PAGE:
What we need to realize is, that what we are is enough. That the effort and passion and love with which we teach our kids is enough. That those snapshots that we take in our minds with kids with bedhead and perhaps only in their underwear, doing schoolwork at a kitchen table still covered in dishes, is still good enough. That those snapshots are still worthy of remembering because they are authentic. Our kids won’t remember the mess. They won’t remember the fact that most of their homeschooling wasn’t Instagram worthy. They will remember that we loved them enough to take on the task of teaching them. To sacrifice so very much to do this life. They will know that we were quite simply, enough.
This quote by Plato is a perfect embodiment of our we view our homeschool. We truly want our kids to delight in learning new things and thus the knowledge will stay with them.
[su_quote] Never discourage anyone who continually makes progress, no matter how slow. – Plato[/su_quote]
I found this quote and it struck a cord with me. My 6 year old has a bad case of “I can’t read-itus.” He struggles with reading big time. I often wonder if it is me that isn’t teaching him right. I get very frustrated when he guesses, blurts out words that aren’t even close to what is written or just flat out gives up. I know that he is a very smart boy. I know that it just may not be his thing. I have heard all of this and have gone through it with my older son. Each child is very much their own person and I know I shouldn’t compare them to their older sister, but she was so easy. So I found this and I was reminded that I should not be so quick to be discouraged and I should be more encouraging towards him. He can read! No if’s, and’s or but’s, my kid can read. I will accept that he can read not by my standards but by his and his age. He loves to listen to stories and that I can work with!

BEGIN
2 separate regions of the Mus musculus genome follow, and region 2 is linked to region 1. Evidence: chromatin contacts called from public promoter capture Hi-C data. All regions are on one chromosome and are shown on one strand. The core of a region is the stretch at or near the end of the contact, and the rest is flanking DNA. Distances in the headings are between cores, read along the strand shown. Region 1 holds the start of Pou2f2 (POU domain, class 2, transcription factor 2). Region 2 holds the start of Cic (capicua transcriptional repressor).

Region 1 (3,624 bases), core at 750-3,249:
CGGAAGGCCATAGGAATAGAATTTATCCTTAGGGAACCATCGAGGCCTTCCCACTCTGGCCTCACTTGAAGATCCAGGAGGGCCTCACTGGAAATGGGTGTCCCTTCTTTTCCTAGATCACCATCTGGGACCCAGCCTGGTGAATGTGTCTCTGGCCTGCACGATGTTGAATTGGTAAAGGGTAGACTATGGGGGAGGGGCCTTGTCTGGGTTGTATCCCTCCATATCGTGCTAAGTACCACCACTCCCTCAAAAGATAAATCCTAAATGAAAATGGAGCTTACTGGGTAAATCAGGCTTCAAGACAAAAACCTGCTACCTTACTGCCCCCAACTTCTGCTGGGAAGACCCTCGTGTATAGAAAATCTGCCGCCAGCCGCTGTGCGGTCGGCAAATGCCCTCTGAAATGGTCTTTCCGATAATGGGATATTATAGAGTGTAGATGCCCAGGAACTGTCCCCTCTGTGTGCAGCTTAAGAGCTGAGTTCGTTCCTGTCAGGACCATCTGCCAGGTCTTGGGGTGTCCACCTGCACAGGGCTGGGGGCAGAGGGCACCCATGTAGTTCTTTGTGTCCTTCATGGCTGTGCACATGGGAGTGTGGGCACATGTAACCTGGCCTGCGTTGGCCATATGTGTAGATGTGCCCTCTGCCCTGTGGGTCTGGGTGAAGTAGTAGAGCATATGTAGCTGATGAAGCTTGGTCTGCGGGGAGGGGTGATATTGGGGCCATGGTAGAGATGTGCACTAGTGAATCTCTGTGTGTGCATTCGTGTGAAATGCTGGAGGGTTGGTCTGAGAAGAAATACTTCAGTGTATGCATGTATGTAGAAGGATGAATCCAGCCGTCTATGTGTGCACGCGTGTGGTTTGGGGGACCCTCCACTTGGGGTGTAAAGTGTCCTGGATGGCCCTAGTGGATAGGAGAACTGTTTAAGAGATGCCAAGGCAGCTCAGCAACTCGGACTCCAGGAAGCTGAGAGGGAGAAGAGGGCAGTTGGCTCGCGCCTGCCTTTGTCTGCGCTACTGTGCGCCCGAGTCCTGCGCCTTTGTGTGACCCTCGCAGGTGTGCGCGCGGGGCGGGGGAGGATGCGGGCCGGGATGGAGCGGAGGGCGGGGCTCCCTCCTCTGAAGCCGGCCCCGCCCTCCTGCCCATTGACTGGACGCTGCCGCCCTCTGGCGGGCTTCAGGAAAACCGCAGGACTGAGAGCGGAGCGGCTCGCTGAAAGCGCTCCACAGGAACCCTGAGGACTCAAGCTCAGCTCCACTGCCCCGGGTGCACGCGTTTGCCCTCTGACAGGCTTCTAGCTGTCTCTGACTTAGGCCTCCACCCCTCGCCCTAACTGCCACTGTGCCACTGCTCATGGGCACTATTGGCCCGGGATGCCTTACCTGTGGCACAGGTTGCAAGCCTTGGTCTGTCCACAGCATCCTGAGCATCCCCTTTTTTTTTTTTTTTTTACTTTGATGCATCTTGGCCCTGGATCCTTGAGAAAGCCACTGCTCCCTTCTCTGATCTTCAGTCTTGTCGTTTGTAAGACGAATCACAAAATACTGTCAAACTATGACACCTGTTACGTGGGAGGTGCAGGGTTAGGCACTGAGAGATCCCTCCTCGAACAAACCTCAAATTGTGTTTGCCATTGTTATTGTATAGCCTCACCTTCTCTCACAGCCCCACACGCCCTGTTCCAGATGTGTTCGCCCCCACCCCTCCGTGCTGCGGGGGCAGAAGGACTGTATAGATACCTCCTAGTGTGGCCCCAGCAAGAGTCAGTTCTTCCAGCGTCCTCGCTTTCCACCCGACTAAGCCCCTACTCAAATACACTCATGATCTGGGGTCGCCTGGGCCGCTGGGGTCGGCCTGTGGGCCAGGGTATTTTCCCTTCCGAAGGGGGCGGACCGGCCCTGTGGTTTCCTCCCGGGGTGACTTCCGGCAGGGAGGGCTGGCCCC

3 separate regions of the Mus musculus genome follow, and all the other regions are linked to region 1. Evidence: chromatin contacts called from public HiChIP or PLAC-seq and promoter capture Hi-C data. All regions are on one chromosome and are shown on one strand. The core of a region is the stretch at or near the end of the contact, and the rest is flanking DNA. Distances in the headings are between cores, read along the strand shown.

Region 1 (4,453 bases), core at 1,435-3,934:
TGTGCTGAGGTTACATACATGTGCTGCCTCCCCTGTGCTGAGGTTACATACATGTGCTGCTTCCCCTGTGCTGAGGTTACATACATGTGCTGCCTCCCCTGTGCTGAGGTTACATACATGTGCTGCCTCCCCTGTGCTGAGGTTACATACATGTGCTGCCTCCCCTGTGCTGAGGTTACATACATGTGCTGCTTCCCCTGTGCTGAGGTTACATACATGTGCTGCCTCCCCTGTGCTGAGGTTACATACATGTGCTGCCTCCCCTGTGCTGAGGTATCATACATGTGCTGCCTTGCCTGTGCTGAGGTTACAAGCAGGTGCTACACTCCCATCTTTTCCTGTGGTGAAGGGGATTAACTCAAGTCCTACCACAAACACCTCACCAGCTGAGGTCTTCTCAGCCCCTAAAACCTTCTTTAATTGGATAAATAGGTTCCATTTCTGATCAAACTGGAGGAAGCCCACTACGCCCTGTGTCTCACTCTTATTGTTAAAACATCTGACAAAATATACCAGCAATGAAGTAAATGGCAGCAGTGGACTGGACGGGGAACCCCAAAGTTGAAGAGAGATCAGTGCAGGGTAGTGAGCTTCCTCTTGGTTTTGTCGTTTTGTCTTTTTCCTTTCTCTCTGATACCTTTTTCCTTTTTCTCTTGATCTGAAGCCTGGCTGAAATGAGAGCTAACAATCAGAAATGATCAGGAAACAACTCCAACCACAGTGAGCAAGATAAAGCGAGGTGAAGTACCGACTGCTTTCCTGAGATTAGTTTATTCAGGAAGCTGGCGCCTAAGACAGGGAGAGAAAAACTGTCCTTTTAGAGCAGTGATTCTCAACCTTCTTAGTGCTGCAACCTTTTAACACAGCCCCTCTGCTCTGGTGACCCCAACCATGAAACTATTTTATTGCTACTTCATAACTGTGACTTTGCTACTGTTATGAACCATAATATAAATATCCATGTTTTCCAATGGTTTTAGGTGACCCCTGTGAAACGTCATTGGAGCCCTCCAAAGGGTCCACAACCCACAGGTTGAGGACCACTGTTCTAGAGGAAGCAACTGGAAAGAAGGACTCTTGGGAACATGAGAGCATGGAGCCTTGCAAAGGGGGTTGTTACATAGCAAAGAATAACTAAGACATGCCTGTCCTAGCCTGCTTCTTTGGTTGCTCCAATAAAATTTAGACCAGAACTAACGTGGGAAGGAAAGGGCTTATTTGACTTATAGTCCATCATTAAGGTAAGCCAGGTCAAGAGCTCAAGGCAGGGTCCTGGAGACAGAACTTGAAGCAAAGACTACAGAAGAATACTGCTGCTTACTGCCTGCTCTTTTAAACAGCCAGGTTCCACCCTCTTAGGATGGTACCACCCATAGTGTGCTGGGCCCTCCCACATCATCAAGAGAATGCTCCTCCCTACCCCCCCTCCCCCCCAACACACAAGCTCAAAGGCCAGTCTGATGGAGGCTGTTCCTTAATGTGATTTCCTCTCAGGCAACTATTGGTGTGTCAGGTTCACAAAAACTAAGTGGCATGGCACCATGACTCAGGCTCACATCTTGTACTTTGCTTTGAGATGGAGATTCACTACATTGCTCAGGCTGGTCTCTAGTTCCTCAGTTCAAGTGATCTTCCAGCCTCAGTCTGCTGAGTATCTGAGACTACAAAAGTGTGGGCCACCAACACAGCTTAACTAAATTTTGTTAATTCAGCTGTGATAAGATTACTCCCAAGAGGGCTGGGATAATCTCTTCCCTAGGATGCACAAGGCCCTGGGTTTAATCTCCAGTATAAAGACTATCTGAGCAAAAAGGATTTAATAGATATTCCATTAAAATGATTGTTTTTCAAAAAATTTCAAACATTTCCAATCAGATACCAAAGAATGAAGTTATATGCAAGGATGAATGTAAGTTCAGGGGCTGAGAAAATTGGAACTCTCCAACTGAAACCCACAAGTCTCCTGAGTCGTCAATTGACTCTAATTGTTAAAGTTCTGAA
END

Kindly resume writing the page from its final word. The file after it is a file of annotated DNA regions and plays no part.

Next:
So cheers to Plato for putting this momma back into her place and being okay with a 6 year old reader.
Many of us that choose to teach our kids at home carry a secret shame with us. Especially those of us who do not work outside of the home. Plain and simple, we don’t feel like we are working in a career or even gaining and growing skills that would translate to the workforce. Perhaps it is because of how society views those who homeschool. They look at homeschooling moms and dads and say “They are just staying home and parenting, not doing anything special or useful. Now, go get a real job and get off my lawn while you’re at it!” Or, perhaps it’s because we don’t always see the value of what we do day in and day out. …
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[su_dropcap style=”simple” size=”2″]A[/su_dropcap]h, the Black Plague. Such a cheery topic to study as part of our History this year. Okay, maybe “cheery” is not the best way to describe the greatest pandemic in recorded history. It is however, very interesting, especially to our 12 year old daughter. You see, she took a class as part of our co-op a few years back about this period of time and has always wanted to dive deeper on it. …